Why PTB Group (ASX: PTB) Looks Interesting To Me

I’m not naturally drawn to dividend investing, because the businesses that have the highest ability to compound are generally reinvesting available cash into their own business. However, I still love to have dividend paying businesses in my portfolio because in a sense, it doesn’t matter quite so much what happens to their share prices. For a truly great dividend stock, you’d hope that you could just hold on and be paid back (with interest) by dividends alone, given enough time.

One interesting dividend company is PTB Group (ASX: PTB) which is a terribly vanilla name, but I like to think of as Pacific Turbines. As stupid as it sounds I think they’d probably have a higher share price if they had a better name. At the time of writing, PTB Group shares last closed at $0.975.

Either way, PTB Group has four business segments:

  1. Aftermarket plane engine maintenance in Australia;
  2. Aftermarket plane engine maintenance in America;
  3. Engine leasing;
  4. Sale of spare or recycled engine parts.

Because PTB is in the business of providing aftermarket care to plane engines, they compete with the engine manufacturers to service propeller plane engines, so they can only survive if they provide better prices and/or service. Generally, I prefer not invest businesses that compete on price, but when you find a business that is really succeeding while competing on price, it’s worth paying attention.

Now, PTB Group which is based in Brisbane, has also expanded into America via multiple acquisitions, so its growth is not organic (which, of course, I prefer to see). However, you can see from the chart below that it has been growing its profit before tax over the years. This suggests that it is successfully competing, and that’s important.

The table below shows PTB Group’s “net profit before tax, excluding foreign exchange gains/losses” which is a reasonable thing to look at, given that they can’t control foreign exchange gains and losses.

If we believe their FY 2022 guidance, then we could assume at least $8.7 million in normalised net profit after tax. At the current share price of $1.05, PTB Group has a market capitalisation of about $135 million, so it’s probably trading on a forward P/E ratio of about 16 or less (assuming a normal tax rate), and a trailing dividend yield of about 4.5%.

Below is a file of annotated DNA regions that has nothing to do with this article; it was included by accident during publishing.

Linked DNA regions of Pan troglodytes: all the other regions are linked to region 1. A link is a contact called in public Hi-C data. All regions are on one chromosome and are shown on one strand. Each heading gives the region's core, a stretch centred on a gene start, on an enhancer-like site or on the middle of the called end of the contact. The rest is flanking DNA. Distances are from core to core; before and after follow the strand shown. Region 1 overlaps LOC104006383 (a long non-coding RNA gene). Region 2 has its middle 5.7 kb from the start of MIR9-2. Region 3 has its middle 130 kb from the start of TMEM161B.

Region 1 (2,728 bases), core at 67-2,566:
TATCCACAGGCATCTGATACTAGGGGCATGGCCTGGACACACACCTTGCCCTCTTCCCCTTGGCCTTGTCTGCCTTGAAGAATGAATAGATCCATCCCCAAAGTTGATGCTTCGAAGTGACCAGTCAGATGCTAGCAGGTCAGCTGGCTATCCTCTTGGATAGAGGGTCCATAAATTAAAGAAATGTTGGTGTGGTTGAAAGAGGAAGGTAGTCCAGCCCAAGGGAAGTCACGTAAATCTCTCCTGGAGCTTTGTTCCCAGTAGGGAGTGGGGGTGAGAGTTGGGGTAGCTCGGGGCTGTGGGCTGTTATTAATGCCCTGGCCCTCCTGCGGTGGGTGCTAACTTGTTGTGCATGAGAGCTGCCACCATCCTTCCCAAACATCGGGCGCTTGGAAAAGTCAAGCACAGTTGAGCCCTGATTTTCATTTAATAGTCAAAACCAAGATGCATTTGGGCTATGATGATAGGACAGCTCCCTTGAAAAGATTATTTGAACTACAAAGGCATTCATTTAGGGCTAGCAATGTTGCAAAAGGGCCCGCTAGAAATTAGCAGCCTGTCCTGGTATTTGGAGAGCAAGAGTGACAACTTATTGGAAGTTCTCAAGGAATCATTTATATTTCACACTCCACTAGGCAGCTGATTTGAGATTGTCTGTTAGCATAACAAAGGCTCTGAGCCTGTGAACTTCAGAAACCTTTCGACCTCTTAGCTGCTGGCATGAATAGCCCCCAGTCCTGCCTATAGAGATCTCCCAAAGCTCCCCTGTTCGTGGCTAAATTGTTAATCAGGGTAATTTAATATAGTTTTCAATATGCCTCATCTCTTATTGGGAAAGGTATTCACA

Now, if it’s just a medium quality business with unexceptional management, that’s probably about right, or even too high. I’m not completely convinced that rolling up specialist engine maintenance companies automatically creates value, but I can see how it could be very synergistic for one of PTB’s segments, called International Air Parts. This business supplies parts to customers of its workshops. As it increases its number of workshops, that should also increase the profit from its parts business.

And while the company is largely focussed on growth by acquisition in the North American market, it is also growing in the Pacific. PTB Group already counts Trans Maldivian Airways as its largest customer, but it recently added Maldivian competitor Manta Air as a customer, to which it will be leasing some planes. Its leasing business is its smallest business, and doesn’t make much profit, but its growth also helps the maintenance business, because leased planes must be serviced by PTB Group itself.

Unfortunately, the strong reliance on Maldives tourism does mean that PTB Group has been somewhat impacted by the pandemic. In August, the company said that “PTB Group is observing increased levels of activity heading into FY2022 as restrictions on domestic and international travel are gradually being relaxed,” and while I doubt that international travel bans will come back, it is certainly possible that the forthcoming Omicron wave may well harm Maldives tourism anyway. Indeed, that may be one reason the market remains fairly cool on the stock.

Having said that, PTB Group is not a tourism business in the way that Webjet, or even Qantas is. That’s because many of the planes that rely on the smaller engines that PTB Group repairs are not passenger planes. Except for relatively remote places that need small planes (such as sea planes in Maldives) the majority of tourism relies on larger jet engine planes, which have nothing to do with PTB Group. The takeaway here is that while covid can harm PTB’s profits, it is not going to obliterate them.

Finally, from a sociological level, I believe PTB Group is behaving in a way that will enhance its reputation (as long as it manages to keep meeting its guidance. I particularly like the fact that it has a small (but global) niche in the engines it primarily services. Generally speaking niches can be more defensible because they are often too small for a larger company to bother competing in organically, so you generally only face smaller competitors. In the case of PTB Group, it seems their strategy is to compete and acquire, and this niche may well be a profitable way to do it.

You can see how they outline the case for their own shares, in the image below:

Please remember that these are personal reflections about a stock by author. I own shares in PTB Group. This article should not form the basis of an investment decision. It is an investment diary valuable only for the cognitive process it demonstrates. We do not provide financial advice, and any commentary is general in nature. Please read our disclaimer.

Sign Up To Our Free Newsletter